Councillors in South Ayrshire have backed a decision to refuse planning permission for a housing development outside Monkton.

The application, for 14 homes on land adjacent to Brierside Farm, was turned down by planning officers under delegated powers in February.

Applicant Stuart Leith appealed to South Ayrshire Council’s Local Review Body (LRB), which originally delayed a decision until councillors had seen the site for themselves.

And having now visited the area, the LRB's members have now backed officers' initial refusal.

The developer had sought to persuade councillors that the development site was a brownfield site, having been home to a mill in the 19th century.

However, planners pushed back on the claim, pointing out the Adamton Mill had been across the road from the proposed housing.

Monkton Community Council had objected to the proposal, saying it was not an allocated development site, there was no shortfall of housing in the area, and suggesting that there was a flood risk.

Planners had said that the site was outside the Monkton settlement area, and that the applicant did not provide evidence that the benefit to the community or economy, or the need for homes, outweighed this.

They said that the application did not provide sufficient information around flood risk.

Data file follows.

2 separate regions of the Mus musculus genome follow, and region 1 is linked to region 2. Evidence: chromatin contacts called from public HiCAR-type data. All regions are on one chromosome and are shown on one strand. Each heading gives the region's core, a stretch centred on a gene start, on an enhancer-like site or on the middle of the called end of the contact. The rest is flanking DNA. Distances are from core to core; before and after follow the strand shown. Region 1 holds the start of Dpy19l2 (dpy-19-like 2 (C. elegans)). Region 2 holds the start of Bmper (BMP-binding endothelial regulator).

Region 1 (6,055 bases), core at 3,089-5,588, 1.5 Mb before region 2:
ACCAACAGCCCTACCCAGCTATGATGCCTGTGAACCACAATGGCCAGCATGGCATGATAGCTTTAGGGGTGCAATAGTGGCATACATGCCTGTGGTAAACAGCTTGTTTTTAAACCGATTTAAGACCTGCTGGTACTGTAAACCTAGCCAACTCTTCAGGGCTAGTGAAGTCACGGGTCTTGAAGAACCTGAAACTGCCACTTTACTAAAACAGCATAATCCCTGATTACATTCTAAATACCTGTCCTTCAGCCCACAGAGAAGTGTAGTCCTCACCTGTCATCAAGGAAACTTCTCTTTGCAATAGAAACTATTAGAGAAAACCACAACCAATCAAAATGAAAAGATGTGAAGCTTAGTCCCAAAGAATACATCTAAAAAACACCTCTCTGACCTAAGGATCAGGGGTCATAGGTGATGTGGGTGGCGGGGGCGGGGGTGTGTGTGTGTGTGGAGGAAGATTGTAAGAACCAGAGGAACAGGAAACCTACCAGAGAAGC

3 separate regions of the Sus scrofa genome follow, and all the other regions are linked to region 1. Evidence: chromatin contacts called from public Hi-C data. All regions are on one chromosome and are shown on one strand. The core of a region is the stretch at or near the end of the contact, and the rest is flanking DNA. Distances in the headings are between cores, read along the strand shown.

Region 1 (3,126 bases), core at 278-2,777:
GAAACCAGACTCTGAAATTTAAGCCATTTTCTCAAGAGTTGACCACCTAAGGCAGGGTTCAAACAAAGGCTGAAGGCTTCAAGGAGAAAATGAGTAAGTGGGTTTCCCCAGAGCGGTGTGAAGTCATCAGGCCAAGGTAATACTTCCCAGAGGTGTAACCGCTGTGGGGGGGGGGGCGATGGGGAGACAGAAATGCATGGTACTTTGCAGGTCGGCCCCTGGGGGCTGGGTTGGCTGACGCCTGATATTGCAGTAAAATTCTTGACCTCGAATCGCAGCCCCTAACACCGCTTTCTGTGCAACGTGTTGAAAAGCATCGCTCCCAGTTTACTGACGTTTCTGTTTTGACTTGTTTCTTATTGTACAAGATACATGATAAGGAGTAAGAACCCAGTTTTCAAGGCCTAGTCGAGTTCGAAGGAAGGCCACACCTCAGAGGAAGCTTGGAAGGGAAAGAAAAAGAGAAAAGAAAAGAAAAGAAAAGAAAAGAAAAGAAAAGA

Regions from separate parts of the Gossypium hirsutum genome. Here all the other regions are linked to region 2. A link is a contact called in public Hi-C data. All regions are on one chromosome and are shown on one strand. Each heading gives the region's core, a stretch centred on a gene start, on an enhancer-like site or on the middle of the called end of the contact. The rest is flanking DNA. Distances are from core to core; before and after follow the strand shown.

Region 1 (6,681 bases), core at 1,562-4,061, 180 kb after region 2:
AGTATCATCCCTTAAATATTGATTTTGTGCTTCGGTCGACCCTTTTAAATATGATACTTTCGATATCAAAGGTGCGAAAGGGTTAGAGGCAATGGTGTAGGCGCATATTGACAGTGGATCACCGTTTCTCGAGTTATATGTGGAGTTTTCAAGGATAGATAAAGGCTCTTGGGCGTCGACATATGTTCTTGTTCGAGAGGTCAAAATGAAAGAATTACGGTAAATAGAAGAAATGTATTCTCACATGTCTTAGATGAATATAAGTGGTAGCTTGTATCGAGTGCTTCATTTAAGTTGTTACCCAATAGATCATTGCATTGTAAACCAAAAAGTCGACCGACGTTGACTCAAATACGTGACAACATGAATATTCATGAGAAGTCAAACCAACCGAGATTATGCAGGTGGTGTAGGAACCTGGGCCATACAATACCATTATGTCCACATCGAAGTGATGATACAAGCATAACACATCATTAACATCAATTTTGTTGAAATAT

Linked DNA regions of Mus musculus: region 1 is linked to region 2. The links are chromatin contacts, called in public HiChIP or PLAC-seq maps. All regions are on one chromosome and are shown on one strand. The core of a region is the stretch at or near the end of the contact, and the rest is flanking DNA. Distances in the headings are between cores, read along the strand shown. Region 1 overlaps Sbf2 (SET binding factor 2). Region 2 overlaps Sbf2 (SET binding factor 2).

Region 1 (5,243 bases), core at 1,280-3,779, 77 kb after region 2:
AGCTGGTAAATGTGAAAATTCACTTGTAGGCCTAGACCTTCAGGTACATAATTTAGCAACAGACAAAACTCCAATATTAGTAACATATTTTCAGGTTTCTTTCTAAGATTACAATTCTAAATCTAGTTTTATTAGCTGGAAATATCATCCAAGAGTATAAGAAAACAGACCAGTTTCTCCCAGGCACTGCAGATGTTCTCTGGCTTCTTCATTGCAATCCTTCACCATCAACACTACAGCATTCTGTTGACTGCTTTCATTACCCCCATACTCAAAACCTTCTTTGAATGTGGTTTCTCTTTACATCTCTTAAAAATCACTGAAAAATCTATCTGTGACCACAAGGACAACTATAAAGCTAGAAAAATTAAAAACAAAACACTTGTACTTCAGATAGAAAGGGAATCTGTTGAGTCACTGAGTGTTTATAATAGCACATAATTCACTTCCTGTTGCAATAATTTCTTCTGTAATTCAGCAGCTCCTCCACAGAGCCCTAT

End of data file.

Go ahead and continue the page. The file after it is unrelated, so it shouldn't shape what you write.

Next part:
Edesign Architecture & Planning Scotland, representing Mr Leith, said they had provided relevant points that had not been suitably addressed by planners. 

They reiterated the argument around the historic use for corn mills, stating: “The current site is a brownfield site with existing structures both partially exposed and larger areas of structure concealed by heavy overgrowth, the development is therefore rehabilitating a brownfield former working site.”

They added that other developments in the area had been approved and argued that there is a need for housing, citing the investment in Prestwick space hub, which aims to created almost 600 new jobs.

This investment, and the increase in housing outwith cities was growing, meant that the existing settlement boundary would be ‘unsustainable’.

They added: “The proximity of the development to such development and sources of employment would encourage shorter commutes, greener transport initiative and better work life balance for prospective homeowners/workers.”

The architect also argued that other developments were being constructed and the fact that plots were being sold for £200,000 to £300,000 ‘clearly demonstrates the demand for these properties in this area’.

At the LRB's meeting, Councillor Ian Cavana (Labour, Ayr North) said that he felt that there should be a tree preservation order on the site and raised concerns that there was insufficient information from the developer.

“There is not enough meat on the bones for me to pass this,” he added.

Councillor Martin Kilbride (Conservative, Prestwick) commented that the site visit had been worthwhile, adding that the number of trees meant that the site was ‘more like a forest’ than woods described in the planning report.

Councillor Kenny Bell (Conservative, Troon), who chaired the LRB, raised the issue of the brownfield claim.

He said the applicant had stated the old mill had been on the site, but that the council had established it was on the opposite side of the road.

Council planning officer James Hall agreed, pointing out that remnants of the mill still stood on land outwith the proposed development.

Councillors unanimously agreed to uphold the refusal.